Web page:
"I've been acting since I was 13 years old, so I love playing around with different genres of movies...It keeps my profession fresh for me," Ethan Hawke told me on the red carpet at the Tribeca Film Festival.
After Midnight, anyone? The Richard Linklater-directed Before Midnight doesn't premiere at the Tribeca Film Festival until 6 pm. on Monday, but an hour before curtain time the filmmaker hinted that a fourth film in a sequence that began with Before Sunrise in 1995 and Before Sunset in 2004, was not out of the question.
Linklater joined the co-stars of the latest installment of his realistic romance, Ethan Hawke and Julie Delpy, at the Tribeca Talks Directors series, and one of the final questions asked of the director was whether the third film was intended to tie up the romance between the American Jesse (Hawke) and the French Céline (Delpy) 18 years after they met on a train traveling to Vienna.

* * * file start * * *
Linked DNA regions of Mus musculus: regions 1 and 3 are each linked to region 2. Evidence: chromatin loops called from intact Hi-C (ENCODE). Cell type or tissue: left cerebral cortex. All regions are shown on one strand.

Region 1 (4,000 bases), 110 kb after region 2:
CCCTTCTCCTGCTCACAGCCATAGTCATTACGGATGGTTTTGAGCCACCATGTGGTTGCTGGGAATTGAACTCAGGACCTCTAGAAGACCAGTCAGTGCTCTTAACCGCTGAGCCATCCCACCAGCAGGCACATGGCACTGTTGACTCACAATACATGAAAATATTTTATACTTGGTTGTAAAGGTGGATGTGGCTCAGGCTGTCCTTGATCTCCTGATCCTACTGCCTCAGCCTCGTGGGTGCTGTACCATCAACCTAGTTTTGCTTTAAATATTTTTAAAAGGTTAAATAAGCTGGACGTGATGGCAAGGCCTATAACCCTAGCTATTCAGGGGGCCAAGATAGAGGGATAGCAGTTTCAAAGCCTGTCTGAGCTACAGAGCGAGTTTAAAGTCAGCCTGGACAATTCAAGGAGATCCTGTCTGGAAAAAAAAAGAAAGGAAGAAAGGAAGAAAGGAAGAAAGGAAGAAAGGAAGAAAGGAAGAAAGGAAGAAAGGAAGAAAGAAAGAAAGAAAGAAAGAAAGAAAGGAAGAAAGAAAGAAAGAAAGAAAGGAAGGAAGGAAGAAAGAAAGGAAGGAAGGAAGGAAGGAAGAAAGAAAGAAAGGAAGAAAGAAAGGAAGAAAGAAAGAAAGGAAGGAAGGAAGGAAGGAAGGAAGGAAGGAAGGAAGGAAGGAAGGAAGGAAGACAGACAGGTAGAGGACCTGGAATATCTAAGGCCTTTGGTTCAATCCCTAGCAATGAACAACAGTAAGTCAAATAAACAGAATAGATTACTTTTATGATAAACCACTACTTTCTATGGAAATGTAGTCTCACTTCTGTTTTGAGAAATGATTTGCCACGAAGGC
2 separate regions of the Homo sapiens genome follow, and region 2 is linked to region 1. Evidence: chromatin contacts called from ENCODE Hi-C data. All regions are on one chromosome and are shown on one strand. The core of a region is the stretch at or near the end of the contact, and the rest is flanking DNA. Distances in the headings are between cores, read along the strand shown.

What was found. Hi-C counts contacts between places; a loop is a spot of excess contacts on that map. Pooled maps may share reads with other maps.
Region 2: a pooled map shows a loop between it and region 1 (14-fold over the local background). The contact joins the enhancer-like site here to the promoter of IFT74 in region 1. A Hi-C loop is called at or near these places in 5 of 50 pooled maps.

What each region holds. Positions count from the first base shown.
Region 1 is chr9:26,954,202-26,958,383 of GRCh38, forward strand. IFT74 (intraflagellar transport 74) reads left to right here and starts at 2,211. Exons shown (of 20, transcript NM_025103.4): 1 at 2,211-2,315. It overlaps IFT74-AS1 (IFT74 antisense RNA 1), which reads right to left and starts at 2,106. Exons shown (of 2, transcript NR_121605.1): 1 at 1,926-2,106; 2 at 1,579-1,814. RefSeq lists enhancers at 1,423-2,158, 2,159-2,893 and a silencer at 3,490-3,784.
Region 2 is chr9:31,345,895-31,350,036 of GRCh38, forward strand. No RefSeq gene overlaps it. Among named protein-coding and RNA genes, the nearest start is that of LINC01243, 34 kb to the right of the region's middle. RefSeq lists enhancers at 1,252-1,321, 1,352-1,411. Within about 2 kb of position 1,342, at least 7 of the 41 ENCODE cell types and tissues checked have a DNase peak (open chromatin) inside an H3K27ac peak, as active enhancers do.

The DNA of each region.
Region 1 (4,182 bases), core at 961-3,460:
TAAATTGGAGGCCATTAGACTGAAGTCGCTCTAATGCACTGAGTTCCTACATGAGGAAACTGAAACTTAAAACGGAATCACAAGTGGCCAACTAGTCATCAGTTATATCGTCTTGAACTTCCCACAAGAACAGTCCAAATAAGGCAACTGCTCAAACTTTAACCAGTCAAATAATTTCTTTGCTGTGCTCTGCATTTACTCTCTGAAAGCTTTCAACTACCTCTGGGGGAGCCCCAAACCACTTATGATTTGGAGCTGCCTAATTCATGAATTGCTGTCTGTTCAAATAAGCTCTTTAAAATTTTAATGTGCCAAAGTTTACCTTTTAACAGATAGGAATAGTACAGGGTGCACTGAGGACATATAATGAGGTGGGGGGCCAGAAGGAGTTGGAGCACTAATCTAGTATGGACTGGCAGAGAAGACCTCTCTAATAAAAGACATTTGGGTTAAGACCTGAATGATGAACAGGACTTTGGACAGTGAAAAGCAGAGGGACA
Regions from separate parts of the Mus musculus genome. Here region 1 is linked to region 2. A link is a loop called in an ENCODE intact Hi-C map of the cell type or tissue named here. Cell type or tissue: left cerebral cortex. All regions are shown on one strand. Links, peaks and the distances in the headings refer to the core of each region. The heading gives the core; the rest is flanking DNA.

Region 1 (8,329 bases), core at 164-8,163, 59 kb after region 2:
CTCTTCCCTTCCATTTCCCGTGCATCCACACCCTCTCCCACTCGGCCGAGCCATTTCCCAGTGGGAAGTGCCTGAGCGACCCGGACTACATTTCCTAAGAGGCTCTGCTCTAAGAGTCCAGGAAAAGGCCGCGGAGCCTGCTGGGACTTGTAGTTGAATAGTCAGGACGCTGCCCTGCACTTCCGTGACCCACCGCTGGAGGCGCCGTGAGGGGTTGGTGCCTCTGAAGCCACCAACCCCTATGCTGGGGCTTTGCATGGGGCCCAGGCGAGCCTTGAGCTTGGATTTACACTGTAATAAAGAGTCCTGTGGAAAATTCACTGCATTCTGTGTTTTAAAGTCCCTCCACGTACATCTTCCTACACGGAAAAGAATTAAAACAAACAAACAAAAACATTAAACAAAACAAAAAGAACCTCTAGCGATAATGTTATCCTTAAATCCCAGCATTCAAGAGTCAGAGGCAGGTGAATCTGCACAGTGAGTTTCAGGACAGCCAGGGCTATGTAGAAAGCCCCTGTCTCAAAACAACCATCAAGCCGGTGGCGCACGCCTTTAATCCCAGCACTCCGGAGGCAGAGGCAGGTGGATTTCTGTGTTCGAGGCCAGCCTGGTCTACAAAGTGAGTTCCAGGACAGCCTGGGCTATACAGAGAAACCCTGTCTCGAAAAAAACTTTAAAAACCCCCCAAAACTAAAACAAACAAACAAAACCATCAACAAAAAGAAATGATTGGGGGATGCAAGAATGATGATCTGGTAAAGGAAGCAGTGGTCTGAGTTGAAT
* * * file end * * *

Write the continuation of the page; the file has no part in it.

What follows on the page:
In the third film, Jesse and Celine are not just together they have two daughters in tow as they vacation and bicker in romantic Greece. Watch the trailer and then I'll get to Linklater's response:
Ode to a Grecian Yearn
Linklater answered the festival goer's question by responding that Before Midnight was about capturing "that moment" in Céline and Jesse's lives. "It wasn't a summation. It's definitely not a final vibe," he said, before adding his own twist on a spoiler: "They're both still alive at the end of the movie...There might be another one. Who knows?" But, he concluded that he and his cast didn't have to think about it for at least another five years or so.